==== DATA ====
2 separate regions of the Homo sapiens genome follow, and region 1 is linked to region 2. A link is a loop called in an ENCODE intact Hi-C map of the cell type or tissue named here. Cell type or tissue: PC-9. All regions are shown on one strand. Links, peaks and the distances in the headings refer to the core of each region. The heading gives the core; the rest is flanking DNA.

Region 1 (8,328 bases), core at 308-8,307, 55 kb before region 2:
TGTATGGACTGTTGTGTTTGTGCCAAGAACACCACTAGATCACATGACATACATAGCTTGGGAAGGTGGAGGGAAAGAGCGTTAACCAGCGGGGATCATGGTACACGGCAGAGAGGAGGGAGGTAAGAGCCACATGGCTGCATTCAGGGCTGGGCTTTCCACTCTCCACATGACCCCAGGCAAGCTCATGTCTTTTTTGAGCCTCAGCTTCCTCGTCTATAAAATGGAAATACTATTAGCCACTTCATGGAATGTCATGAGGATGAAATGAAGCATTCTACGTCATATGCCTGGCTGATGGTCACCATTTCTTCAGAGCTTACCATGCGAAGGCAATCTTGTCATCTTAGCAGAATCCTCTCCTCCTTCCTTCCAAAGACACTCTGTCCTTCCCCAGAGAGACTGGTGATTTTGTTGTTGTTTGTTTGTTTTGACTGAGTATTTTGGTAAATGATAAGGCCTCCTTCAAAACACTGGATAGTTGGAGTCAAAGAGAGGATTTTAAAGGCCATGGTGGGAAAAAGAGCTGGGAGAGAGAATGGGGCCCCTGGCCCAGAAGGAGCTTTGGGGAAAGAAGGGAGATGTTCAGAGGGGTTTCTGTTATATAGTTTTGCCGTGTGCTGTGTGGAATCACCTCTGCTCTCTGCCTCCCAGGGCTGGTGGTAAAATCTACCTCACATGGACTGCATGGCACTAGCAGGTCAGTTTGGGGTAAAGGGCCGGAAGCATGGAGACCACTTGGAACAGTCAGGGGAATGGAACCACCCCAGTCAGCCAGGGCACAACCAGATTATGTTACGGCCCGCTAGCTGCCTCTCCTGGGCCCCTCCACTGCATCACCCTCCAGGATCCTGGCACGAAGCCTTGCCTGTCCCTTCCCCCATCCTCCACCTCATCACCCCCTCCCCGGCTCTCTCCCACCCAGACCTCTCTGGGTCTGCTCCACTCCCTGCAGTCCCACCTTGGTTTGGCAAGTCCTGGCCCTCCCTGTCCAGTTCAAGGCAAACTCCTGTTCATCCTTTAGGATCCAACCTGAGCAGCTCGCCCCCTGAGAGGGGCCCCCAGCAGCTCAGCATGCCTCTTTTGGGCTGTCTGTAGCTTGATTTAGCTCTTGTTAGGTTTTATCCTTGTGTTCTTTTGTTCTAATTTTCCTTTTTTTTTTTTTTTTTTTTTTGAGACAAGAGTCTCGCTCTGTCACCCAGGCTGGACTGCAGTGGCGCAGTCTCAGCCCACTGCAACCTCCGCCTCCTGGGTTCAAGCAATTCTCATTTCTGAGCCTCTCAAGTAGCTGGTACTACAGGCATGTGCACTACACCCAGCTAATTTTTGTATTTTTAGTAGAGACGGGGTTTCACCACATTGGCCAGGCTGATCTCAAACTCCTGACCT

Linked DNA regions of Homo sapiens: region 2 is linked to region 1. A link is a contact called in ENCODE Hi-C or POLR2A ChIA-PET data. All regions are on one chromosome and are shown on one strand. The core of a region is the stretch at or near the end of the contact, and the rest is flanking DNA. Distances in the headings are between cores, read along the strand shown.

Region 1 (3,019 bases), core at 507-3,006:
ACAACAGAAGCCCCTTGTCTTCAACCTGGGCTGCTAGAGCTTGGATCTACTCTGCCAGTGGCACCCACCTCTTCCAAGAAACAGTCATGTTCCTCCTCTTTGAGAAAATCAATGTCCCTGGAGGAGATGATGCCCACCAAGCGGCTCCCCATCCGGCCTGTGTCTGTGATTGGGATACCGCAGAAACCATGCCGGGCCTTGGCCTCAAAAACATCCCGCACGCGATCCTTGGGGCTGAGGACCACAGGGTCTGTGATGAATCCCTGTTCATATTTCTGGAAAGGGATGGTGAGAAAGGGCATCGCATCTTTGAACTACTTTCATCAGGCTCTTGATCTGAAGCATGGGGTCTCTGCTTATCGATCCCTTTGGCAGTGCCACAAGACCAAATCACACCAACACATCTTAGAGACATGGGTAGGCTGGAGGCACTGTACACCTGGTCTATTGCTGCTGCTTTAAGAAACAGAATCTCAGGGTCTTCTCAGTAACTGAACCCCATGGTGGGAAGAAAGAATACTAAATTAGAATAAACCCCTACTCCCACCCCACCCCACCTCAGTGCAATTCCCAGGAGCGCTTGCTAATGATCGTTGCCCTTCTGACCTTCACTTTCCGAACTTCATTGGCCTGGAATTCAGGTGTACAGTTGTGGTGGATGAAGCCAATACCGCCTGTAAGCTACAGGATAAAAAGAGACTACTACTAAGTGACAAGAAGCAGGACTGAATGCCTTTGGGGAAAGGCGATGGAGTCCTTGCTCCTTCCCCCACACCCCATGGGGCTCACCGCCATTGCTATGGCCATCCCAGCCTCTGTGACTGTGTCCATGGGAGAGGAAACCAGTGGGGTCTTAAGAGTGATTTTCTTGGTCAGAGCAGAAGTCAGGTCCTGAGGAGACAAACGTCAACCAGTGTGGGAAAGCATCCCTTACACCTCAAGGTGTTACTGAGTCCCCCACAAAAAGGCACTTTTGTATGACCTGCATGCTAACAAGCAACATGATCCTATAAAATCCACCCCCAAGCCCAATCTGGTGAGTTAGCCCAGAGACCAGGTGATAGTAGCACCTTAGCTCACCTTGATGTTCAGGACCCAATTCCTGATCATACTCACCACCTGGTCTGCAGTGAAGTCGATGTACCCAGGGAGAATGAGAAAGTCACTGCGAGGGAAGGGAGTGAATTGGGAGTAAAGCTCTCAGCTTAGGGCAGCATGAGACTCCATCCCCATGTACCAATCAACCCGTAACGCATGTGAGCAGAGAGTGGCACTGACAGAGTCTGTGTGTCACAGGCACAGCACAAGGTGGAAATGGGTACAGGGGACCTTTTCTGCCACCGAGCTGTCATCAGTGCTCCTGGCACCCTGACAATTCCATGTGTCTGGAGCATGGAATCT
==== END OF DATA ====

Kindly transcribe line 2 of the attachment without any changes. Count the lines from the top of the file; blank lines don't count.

Region 1 (8,328 bases), core at 308-8,307, 55 kb before region 2: